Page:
LAKEVIEW — As new trees are planted in Wiseman Park, old trees will soon be coming down on village-owned property adjacent to Griffith Field Airport.
At Monday’s meeting, the Lakeview Village Council debated the best use of the 14 acres. Currently, the land sits unused and overgrown with pine trees. The overabundance of pines has prevented healthy tree growth there and many of the trees are in danger of toppling over in high winds. Others already have. Additionally, the trees are reaching a point that they may soon present a danger for airport traffic.
Village Manager Jake Eckholm spoke in favor of selling the property outright, a move he said would raise between $29,000 and $35,000 for the village’s general fund. Additionally, whatever structures were built on the site would then generate additional funds in the form of village property taxes.
Alternately, the property could be logged. Estimates from the lumbering firm indicate this could raise about $8,500 for the general fund. The property could then be replanted and harvested again in about 20 to 30 years, depending on the type of trees planted there.
“By divesting ourselves of that property, we get a larger tax base,” Eckholm said. “(Selling it and taxing it) both can raise a decent chunk for the general fund.”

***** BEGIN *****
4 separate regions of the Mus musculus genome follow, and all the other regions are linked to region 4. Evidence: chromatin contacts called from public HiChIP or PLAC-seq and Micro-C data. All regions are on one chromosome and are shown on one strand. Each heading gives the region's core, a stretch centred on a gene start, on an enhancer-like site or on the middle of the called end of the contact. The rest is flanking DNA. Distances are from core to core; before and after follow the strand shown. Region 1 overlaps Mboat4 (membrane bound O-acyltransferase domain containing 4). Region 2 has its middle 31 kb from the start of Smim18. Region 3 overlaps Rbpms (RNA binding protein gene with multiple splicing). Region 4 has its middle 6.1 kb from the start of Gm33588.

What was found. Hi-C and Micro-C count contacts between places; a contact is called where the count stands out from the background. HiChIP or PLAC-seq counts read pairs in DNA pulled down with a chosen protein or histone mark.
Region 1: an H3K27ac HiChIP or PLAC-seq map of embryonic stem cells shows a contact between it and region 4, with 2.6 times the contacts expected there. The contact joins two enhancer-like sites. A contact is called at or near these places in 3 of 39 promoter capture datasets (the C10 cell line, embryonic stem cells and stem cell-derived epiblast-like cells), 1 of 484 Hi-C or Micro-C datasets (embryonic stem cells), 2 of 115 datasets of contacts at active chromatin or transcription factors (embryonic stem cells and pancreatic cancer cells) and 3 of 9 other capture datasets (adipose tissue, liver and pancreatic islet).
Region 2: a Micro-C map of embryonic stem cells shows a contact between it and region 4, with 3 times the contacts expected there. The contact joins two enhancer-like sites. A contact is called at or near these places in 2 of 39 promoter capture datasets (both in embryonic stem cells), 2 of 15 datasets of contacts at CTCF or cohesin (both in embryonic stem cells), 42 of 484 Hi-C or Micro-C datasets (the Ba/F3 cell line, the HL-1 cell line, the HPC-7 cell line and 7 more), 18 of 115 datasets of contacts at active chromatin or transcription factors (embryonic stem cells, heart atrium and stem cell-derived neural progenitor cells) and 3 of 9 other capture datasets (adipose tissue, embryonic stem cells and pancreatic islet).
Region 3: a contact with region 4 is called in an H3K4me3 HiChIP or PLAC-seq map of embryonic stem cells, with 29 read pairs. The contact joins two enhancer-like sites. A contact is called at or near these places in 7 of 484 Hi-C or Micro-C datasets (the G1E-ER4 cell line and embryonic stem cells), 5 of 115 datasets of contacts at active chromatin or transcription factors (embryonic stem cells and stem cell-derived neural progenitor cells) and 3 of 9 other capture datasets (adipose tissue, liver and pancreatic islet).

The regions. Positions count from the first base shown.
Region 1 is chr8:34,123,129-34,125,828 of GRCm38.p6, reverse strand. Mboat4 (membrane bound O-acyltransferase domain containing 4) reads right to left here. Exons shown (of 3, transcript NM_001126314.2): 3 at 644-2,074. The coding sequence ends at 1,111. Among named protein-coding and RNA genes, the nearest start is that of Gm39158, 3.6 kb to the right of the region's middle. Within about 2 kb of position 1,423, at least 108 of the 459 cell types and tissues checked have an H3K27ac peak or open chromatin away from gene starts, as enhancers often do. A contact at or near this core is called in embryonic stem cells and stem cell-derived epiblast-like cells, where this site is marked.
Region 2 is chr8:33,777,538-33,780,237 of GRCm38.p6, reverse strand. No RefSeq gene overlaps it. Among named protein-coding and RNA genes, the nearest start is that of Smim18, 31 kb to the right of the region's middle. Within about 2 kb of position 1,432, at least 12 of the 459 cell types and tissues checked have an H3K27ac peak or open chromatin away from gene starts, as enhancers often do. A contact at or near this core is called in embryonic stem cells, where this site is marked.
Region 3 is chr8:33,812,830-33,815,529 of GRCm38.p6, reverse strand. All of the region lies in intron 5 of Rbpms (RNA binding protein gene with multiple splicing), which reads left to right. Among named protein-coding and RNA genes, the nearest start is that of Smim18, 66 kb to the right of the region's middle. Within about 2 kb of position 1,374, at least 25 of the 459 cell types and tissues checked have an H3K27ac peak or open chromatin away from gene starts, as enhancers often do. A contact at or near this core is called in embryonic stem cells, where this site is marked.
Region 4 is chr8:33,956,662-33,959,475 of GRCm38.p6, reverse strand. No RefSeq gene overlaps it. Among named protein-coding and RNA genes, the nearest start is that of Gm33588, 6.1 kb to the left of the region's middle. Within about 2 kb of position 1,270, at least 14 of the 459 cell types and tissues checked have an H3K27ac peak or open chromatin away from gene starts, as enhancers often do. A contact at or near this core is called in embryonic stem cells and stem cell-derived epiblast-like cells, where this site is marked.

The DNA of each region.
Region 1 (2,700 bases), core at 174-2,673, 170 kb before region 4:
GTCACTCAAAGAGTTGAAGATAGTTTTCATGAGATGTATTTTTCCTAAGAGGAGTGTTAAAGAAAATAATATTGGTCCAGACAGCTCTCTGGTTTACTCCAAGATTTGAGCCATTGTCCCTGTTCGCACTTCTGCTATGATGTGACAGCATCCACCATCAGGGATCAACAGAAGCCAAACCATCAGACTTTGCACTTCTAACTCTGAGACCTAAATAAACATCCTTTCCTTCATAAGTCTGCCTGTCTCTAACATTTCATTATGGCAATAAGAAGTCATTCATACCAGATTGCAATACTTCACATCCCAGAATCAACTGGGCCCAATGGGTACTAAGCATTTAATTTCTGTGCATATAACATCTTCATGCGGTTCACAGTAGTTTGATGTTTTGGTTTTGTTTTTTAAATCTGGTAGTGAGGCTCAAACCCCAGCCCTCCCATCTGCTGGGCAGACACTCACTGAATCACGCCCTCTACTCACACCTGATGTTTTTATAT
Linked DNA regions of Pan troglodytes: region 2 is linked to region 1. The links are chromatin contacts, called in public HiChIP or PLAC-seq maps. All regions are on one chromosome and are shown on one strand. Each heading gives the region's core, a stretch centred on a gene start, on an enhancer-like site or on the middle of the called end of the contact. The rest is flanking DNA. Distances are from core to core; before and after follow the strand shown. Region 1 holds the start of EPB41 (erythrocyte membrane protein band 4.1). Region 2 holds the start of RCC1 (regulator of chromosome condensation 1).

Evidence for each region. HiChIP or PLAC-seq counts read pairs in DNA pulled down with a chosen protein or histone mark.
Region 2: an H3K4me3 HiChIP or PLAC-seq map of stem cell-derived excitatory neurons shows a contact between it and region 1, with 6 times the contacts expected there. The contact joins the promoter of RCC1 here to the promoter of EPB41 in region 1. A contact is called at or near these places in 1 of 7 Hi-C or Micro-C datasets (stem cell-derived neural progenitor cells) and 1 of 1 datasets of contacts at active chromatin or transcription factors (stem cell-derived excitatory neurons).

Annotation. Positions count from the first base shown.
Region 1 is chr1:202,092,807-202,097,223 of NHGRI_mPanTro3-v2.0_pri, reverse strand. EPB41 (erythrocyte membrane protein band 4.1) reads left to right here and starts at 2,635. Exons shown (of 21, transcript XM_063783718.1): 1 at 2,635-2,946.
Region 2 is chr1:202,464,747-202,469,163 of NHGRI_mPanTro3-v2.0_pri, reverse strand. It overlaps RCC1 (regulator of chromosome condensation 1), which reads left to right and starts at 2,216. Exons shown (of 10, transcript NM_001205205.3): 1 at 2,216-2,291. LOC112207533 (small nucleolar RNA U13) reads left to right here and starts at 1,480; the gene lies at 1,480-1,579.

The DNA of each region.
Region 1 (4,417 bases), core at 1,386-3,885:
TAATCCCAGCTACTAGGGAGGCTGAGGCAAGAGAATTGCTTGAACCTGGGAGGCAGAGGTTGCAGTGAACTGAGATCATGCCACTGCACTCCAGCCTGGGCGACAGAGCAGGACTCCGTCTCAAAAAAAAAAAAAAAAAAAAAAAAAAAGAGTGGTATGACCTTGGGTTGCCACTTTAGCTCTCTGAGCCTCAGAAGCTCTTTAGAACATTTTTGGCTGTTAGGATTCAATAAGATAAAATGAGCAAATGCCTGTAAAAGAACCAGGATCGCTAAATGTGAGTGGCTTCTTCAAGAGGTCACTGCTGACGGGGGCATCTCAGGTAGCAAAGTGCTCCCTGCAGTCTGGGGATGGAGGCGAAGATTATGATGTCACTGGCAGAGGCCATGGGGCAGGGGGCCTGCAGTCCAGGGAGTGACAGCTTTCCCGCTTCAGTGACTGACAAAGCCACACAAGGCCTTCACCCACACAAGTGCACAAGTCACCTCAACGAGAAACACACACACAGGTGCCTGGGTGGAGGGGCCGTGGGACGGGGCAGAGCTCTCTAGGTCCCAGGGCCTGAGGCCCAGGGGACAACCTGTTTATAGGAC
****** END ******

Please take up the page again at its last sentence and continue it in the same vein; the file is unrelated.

Eckholm noted the property is not being used for anything at present, so either its sale or the logging option would be an improvement. However, he is stumping for the property’s divestment.
Some council members were reluctant to put the property up for sale, particularly without more study put into it. Councilman Dave Lund was among these.
“I think we might be jumping too quick into just unloading it,” Lund said. “Nobody on the council has thought of any use for the land, but I don’t like the rush, rush, rush. You have to think long term.”
Eckholm countered he had put a great deal of “market research” into the situation, but agreed to move forward with whatever decision the council made.
Village President Ed Winter initially came out in favor of selling the property.
“I like the idea of selling it if we’re not going to develop it ourselves,” Winter said.
After much decision, the council voted unanimously to log the property for now, and then possibly try to sell the property without the trees at a later date.
In other council action, members discussed the possibility of turning a stretch of Lake Drive — the one-way road the borders Tamarack Lake’s west side — into a pedestrian-only pathway. The area under consideration lies between 4th and 5th streets.
Lake Drive is slated for paving and work there is expected to be completed by mid-summer or earlier.
Two residents who own property near Lake Drive — Dave Hansen and Paul Messman — commented on ongoing traffic problems there and suggested the block would be better utilized as foot traffic only.
The council took the matter under advisement and asked Eckholm to look into the feasibility of creating a pedestrian walkway there.